Tag Archive | "stagnation"

Tags: downsizing, extra hours, fear, long-term, motivation, overtime, paradox, perspective, productivity, promotion, replacement, stagnation, Unemployment, workload

The Invisible Promotion

Posted on 06 February 2011 by Brucellus

The past 2-3 years has seen increased tightening of the Swiss labor market, a process that began with the opening up of Switzerland to EU labor. With the drastically increased pool of labor and the contractions or stagnation in key economies,  unemployment has been high by Swiss standards (4% – 5%) and salaries have stagnated.
 
An unwelcome result has been an increased workload for those who survived cuts and downsizing.  This is the world of the ‘invisible promotion,’ where you keep your job but have to do as well a part of your fired colleague’s or dismissed boss’s.
 
Productivity is high, thanks to unemployment. Across Switzerland, managers and staff now shoulder duties from laid-off managers and peers or positions that were eventually to be filled but probably won’t be.  The extra work means extra headaches and longer hours, but little or no extra money.
 

The piling-on of responsibilities is at an all-time high.  Employees who find themselves in such a situation often have difficulty working up the courage to ask for recognition for the work they are doing,  either a promotion and raise to recognize the additional work and responsibility undertaken, or a splitting up of the extra work among several people.
 
Though many people fear risking their supervisor’s wrath in an environment where jobs are still scarce, almost a third of employers say they’re willing to discuss raises with employees this year, according to a recent survey released in December. The percentage rises to over 40% for business-services and IT companies.
 
If you want to build a case for a real promotion instead of an invisible one, you need a strategy.
 
First, objectively document how you’re contributing, whether that is by bringing in more money or saving it.  Even if you’re not in sales,  your work or your ideas may have impact on increasing revenue.   Employees who consistently find unusual value for the company are always appreciated and retained.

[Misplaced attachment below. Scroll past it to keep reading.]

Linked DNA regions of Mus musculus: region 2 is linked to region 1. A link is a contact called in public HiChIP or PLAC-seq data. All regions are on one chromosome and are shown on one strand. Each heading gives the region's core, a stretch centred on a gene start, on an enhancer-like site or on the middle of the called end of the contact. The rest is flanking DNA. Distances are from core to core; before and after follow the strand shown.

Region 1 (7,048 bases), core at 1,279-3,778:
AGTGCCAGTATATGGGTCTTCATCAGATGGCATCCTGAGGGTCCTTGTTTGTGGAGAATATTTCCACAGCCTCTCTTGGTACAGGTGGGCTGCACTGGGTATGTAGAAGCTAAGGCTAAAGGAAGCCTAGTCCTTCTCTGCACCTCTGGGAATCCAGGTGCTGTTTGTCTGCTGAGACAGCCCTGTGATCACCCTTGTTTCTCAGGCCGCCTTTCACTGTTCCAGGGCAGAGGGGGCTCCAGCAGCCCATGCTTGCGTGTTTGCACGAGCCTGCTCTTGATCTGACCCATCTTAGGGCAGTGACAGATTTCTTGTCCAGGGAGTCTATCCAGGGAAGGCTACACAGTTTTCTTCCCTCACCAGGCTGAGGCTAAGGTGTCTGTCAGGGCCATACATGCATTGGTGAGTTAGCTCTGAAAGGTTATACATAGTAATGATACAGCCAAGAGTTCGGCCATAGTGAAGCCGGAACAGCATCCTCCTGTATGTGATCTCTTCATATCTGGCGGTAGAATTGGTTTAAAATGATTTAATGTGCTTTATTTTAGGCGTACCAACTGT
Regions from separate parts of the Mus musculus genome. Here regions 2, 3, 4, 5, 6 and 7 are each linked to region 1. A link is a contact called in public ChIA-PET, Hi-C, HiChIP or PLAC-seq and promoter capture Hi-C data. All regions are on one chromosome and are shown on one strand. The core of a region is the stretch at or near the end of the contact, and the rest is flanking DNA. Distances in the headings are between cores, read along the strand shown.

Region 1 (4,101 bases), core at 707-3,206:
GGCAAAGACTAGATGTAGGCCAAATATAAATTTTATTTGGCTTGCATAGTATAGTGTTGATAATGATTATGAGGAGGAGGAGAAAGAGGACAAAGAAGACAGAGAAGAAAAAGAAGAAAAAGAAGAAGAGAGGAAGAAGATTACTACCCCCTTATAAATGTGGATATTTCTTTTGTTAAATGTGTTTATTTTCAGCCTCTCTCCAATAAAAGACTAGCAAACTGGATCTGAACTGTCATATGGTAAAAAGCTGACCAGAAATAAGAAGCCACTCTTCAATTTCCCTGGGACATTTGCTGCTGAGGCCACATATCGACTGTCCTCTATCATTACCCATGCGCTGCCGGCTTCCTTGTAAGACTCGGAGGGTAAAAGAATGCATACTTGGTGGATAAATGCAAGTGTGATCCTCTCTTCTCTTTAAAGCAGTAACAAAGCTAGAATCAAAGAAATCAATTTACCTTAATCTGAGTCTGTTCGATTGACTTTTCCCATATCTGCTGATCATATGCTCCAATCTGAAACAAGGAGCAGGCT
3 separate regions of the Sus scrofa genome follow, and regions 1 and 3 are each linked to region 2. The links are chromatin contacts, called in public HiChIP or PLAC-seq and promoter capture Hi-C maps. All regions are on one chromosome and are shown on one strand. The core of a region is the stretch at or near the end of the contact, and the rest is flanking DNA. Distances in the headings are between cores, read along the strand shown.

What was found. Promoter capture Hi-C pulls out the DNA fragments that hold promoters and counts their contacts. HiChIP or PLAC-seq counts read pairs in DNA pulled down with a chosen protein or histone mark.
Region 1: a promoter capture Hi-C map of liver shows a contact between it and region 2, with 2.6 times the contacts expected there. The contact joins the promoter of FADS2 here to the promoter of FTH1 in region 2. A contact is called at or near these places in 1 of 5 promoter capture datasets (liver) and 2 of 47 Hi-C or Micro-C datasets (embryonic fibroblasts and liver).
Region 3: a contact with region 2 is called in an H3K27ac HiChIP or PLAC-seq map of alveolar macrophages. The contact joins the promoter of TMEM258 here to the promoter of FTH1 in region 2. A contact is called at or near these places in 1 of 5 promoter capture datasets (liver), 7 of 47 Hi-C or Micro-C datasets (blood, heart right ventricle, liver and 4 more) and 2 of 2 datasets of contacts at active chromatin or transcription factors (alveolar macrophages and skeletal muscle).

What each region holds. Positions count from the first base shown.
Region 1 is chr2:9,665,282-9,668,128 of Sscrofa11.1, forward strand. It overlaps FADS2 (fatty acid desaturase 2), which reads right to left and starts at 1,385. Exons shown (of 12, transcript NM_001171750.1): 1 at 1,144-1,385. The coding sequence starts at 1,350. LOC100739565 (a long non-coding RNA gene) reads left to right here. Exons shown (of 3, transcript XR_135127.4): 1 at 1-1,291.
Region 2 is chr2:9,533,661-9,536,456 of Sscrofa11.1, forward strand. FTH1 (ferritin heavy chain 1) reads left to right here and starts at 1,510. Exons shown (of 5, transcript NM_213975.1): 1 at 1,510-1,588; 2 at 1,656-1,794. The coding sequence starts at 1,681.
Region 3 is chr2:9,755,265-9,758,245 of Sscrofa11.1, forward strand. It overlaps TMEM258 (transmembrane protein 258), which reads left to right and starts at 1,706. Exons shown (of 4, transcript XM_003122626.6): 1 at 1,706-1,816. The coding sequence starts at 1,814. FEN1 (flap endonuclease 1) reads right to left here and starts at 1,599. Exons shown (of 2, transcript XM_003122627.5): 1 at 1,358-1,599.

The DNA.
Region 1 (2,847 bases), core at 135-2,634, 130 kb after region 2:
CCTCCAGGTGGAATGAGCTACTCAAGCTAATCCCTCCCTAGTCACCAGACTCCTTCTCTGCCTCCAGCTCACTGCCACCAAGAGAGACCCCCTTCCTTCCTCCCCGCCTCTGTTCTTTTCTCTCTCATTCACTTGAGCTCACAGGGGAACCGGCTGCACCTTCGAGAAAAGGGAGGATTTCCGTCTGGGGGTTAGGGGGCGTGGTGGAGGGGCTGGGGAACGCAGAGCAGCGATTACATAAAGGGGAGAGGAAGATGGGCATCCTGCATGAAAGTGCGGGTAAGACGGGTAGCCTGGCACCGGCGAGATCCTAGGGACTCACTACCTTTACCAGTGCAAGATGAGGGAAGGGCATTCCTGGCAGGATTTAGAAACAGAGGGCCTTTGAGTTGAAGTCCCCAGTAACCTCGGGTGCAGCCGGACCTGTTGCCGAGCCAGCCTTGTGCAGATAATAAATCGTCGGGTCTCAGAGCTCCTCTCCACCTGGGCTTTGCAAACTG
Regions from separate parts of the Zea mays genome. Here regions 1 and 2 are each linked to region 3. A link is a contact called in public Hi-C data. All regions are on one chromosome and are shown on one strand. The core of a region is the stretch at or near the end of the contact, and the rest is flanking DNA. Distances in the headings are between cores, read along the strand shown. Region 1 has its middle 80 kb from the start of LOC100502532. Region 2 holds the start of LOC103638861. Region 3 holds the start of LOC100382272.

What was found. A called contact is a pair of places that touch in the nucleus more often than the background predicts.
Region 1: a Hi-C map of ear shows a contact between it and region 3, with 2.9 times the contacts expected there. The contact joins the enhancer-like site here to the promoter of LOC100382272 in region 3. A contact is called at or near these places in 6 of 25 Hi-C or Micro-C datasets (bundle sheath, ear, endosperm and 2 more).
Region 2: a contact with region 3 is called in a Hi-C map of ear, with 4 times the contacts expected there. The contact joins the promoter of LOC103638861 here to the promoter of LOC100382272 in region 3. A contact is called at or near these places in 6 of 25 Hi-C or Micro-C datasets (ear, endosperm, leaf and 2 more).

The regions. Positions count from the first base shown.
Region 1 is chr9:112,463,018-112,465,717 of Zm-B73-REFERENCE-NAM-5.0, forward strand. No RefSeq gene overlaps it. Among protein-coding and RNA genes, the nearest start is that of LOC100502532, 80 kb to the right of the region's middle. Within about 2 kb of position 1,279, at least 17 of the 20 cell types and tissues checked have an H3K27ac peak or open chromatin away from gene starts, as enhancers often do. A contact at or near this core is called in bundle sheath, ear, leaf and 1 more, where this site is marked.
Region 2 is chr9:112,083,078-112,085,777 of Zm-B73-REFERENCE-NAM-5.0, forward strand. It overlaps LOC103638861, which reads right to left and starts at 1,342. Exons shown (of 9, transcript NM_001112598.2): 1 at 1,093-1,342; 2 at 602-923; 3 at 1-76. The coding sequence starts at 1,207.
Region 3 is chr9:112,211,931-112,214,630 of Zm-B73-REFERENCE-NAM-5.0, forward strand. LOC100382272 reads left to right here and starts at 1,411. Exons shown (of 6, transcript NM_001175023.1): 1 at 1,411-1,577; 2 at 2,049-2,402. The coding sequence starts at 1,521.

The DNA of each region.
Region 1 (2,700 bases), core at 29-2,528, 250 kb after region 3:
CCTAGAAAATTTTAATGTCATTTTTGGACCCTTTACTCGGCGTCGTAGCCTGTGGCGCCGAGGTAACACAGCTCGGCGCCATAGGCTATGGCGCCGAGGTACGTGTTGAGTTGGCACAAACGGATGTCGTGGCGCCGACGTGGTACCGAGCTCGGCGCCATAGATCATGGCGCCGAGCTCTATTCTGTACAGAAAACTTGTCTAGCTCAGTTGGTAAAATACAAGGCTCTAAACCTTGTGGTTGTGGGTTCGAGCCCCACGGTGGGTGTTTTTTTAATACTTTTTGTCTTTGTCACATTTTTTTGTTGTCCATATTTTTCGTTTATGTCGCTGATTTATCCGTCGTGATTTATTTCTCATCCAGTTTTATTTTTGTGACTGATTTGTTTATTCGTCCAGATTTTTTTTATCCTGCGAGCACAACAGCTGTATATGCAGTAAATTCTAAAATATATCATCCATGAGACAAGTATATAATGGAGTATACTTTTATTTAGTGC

Second, have a sense of timing. Being sensitive to the organization’s own pulse is critical.   
 
Then bring solutions to your boss, even including a staffing analysis.  Making things look easy is a good strategy. Act like you’re not tired, worn out, and angry,” even if you are. To keep one’s team engaged and motivated use appreciation, openness, respect – lifestyle gimmicks like work-from-home Fridays can be very effective, allowing staff to wear pajamas or spend an extra hour with their kids, and taking some of the pressure off those ‘invisible promotions,’ making them a little less stressful.
 
There are a few way to make that ‘extra work’ work for your career in the long run :
 
Prioritize: work with your manager to understand what your role is now that so-an-so is gone and not to be replaced any time soon, what the key results are, and which are the most important elements.  An important thing to cover is determining which tasks can be eliminated  (even if they once seemed important).
 
Ask for training or — if relevant — coaching.  In you the responsibilities that have been foisted upon you, you may need to develop new management techniques to handle the new tasks.  To succeed, you have to figure out what skills you need and then get your management to buy into the training; they need to see that it’s cheaper than hiring someone else.
 
Fill the holes in your résume.
You may not have asked for the job, but now you need to prove that you can keep it.
If you’re in a context wehere everybody has an MBA but you don’t, then you’d probably  better sign up for that Saturday-morning program.
As with any new change in job description, one needs to take a hard look at one’s skill set and make sure one has what it takes.
 
Establish a time frame.   If your employer is now adding a huge extra load to your job, you have to hammer out some kind of agreement about the expectations and the time frame. 
 
If you find yourself with a bunch of new responsibilities dumped on you, make a case for your promotion.  Be clear that you want to move up — and that you see that as good for the department and the company/organization too.
Alternatively, if you want to return to a lower level, think up a plan to make that happen.  
 
If these strategies don’t work, look around for another job.  But in the interim, try to stay appreciative of what you have.

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